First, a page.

MPs reject the 'unrejectable'
After another extraordinary evening in Westminster, markets took comfort in the fact that Parliament decisively rejected the notion of a ‘no deal’ Brexit.
It’s worth noting of course that this hasn’t technically changed anything - ‘no deal’ remains the legal default for 29 March unless a deal is approved, or Article 50 is extended/revoked. So in a sense, lawmakers have voted to reject the ‘unrejectable’, but investors are taking solace in Parliament’s ability to wrestle control of the process.
This brings us neatly onto tonight’s vote, where lawmakers will get a say on whether to extend the Article 50 negotiating period. The Prime Minister is offering MPs a motion that says if a deal is agreed before next Wednesday, then a delay will last to 30 June. If a deal is not approved, the motion suggests the UK will be forced to apply for a longer extension and participate in European elections.
Can the government really win over the DUP?
As most of the national newspapers are reporting this morning, this is a fairly clear signal that the Prime Minister will stage a third attempt at getting her deal approved next week ahead of the 21 March European Council meeting. It is also a thinly-veiled threat to her pro-Brexit opponents to rally behind her deal or risk a long delay to the Brexit process - which in theory could lead to a softer outcome or no EU exit at all.
So will these tactics work? Well, at first glance it seems like the Prime Minister has a mountain to climb. May lost the last meaningful vote on Tuesday by 149 votes, which while not quite as bad as the first vote back in January, is still one of the worst government defeats on record.
However, the government was reportedly in talks with the Democratic Unionist Party (DUP) on Wednesday to try to find a way to adjust the Attorney General’s legal advice on the Irish backstop. The logic is that if the DUP can be brought on-side, then many Conservative MPs in the European Research Group will follow. If the margin can be reduced, then some commentators believe that 20-30 Labour MPs may be prepared to rally behind the deal too if they think the vote has a good chance of passing. These opposition lawmakers represent Leave-supporting areas, and are wary about the risk of a second referendum.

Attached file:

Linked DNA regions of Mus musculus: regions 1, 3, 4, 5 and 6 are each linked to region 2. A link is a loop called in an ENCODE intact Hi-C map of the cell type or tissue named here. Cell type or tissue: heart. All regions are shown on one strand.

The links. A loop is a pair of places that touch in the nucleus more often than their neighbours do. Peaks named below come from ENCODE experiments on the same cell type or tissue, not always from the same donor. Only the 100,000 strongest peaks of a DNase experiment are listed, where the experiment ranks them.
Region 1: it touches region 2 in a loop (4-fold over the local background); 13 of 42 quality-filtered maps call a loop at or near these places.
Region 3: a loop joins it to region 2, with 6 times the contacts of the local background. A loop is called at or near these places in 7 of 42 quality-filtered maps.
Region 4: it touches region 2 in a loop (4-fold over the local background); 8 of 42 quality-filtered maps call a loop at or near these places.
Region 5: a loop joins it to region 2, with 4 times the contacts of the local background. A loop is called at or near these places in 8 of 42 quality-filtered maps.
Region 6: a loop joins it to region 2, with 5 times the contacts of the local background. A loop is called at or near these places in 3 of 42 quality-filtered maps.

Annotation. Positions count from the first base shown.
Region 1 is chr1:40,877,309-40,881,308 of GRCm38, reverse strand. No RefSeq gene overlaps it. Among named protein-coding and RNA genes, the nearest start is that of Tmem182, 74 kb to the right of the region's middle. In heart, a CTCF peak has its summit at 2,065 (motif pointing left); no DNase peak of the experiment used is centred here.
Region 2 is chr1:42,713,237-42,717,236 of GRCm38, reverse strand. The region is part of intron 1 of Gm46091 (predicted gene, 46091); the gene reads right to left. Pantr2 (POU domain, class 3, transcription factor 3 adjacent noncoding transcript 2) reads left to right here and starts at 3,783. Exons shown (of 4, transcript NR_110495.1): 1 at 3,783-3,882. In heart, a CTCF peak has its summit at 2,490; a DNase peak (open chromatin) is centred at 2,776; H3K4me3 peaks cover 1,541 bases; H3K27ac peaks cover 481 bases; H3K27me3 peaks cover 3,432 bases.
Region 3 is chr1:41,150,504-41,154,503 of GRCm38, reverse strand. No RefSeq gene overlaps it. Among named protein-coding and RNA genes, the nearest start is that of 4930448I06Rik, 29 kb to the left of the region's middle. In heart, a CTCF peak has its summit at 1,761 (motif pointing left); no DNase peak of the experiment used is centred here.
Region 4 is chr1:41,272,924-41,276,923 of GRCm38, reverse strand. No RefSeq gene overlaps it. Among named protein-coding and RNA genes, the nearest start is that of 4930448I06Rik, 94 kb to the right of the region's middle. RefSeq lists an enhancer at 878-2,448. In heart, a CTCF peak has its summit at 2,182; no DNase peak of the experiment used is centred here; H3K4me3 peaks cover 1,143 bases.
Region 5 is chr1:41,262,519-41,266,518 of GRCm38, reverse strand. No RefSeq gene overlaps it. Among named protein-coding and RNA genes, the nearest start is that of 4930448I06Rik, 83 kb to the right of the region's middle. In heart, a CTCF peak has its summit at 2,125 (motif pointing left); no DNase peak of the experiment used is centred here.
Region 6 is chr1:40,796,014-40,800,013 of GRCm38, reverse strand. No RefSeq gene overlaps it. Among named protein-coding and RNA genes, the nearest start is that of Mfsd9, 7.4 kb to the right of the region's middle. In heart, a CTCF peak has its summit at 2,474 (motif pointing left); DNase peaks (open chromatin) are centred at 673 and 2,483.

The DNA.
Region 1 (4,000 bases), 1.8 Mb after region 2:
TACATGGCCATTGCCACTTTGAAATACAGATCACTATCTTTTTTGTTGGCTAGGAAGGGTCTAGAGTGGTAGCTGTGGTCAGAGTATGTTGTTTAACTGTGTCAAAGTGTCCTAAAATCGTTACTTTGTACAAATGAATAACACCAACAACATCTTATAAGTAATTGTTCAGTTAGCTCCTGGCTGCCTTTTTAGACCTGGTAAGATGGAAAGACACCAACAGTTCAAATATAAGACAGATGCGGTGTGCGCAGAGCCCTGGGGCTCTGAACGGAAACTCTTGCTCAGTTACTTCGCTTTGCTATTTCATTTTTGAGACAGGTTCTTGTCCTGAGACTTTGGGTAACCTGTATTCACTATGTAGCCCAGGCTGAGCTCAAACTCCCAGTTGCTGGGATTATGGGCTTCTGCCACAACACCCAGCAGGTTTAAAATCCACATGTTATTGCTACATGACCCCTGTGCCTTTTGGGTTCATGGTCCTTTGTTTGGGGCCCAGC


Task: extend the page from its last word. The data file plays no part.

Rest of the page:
That said, it’s hard to see what the Attorney General can offer. The EU had made it clear that the UK has eked out all the legal reassurances it’s going to get. And don’t forget that the legal advice on Tuesday came after several weeks of intense negotiations - on the face of it, it's hard to see what will change in just a matter of days from the last meaningful vote.
However, there is some focus this morning on whether the Vienna Convention could be included in the Attorney General's legal advice as a means of escaping the backstop in future. The theory goes that with a bit of notice, the UK could notify the EU of its intention to exit the Withdrawal Agreement (of which the backstop is a part), although there is some legal debate over whether that would actually be possible.
In the end, it will come down to politics, and it probably depends on how seriously the Brexiteers take the threat of a long Article 50 extension. The EU - which don't forget will need to unanimously approve an extension - has stated that a clear reason will be required if it is to accept a longer delay to the Brexit process.
Indicative votes on the way?
On that note, we're likely to hear more about 'indicative votes' today. This is the idea that MPs could finally get a say on a range of Brexit alternatives - for example a second referendum and a permanent customs union. Some of the amendments that have been put forward to tonight's vote already seek to push these options, or failing that, set-up a series of indicative votes in the coming days.
The question is whether any option can command a majority. A 'People's vote' still seems to lack the required support, given that there probably aren't enough Conservative backers to offset the 20-30 Labour MPs who have indicated they will never vote for a second referendum. As we noted earlier in the week, we still suspect a softer Brexit outcome may eventually command a majority - but in the short-run, many Conservative MPs may be inclined to vote down such a proposal if it sounds too much like backing the Labour Party's preferred permanent customs union option.
The upshot is that May will likely have another attempt at getting her deal approved next week, although it's still hard to see it being successful. Equally, while we may get 'indicative votes' on different Brexit options, it's not certain that any particular alternative will gain majority support.
So while Parliament is likely to back an extension to Article 50, it may still lack the credible reason the EU has asked for in order to unlock a longer delay to the process. Nobody really knows for sure how long an extension might last, but this latter point suggests the wind is blowing more towards a shorter two to three month delay.